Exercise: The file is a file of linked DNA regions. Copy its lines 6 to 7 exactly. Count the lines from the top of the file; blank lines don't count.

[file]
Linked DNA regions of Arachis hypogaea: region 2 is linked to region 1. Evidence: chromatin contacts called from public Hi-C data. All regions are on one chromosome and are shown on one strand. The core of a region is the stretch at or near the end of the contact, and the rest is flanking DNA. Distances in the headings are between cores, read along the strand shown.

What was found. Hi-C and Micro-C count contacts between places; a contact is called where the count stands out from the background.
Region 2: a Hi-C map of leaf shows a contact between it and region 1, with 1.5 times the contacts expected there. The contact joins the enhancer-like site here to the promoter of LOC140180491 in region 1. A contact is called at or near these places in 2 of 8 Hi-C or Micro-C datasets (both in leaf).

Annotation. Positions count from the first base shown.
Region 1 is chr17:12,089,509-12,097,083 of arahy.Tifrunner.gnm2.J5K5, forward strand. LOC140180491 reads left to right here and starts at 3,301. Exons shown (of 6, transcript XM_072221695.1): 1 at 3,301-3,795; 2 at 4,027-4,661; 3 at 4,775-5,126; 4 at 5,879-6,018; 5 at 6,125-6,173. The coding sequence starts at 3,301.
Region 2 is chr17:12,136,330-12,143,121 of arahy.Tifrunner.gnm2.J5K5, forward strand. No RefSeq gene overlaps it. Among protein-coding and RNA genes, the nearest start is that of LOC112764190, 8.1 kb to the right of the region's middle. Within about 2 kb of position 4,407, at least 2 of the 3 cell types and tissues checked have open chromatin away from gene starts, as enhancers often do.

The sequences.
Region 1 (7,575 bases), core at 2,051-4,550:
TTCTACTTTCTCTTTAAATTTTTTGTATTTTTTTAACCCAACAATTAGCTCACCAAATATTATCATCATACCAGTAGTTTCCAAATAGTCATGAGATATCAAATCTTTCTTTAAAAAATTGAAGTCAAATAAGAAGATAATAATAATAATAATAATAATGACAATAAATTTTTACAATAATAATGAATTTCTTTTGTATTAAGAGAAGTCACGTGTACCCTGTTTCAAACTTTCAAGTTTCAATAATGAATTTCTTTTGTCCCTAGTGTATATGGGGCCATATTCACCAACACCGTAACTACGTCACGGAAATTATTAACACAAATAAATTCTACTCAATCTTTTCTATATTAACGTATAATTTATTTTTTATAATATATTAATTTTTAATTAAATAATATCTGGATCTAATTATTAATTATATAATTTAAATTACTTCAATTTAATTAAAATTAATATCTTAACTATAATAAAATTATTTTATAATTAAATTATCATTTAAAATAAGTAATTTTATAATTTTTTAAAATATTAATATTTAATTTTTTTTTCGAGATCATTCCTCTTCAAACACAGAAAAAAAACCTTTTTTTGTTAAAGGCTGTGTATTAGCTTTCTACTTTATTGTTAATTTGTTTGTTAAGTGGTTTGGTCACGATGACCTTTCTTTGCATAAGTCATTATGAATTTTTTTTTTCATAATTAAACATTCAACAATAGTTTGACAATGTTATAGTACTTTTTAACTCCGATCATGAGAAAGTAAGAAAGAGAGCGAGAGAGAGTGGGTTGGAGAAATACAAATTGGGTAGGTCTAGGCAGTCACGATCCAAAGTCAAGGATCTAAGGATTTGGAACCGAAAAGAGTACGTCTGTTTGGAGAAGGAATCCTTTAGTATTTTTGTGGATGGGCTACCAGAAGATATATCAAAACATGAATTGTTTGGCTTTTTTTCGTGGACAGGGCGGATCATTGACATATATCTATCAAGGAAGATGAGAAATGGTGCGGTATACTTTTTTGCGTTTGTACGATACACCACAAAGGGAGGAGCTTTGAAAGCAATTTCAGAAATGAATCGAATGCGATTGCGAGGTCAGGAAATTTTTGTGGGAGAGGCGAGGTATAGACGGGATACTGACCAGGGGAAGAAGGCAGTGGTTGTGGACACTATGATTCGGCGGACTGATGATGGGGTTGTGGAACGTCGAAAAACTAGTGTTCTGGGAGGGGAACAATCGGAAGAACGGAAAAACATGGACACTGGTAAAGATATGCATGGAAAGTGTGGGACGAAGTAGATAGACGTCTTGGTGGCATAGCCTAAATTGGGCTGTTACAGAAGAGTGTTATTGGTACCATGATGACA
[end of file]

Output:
Region 2 is chr17:12,136,330-12,143,121 of arahy.Tifrunner.gnm2.J5K5, forward strand. No RefSeq gene overlaps it. Among protein-coding and RNA genes, the nearest start is that of LOC112764190, 8.1 kb to the right of the region's middle. Within about 2 kb of position 4,407, at least 2 of the 3 cell types and tissues checked have open chromatin away from gene starts, as enhancers often do.

The sequences.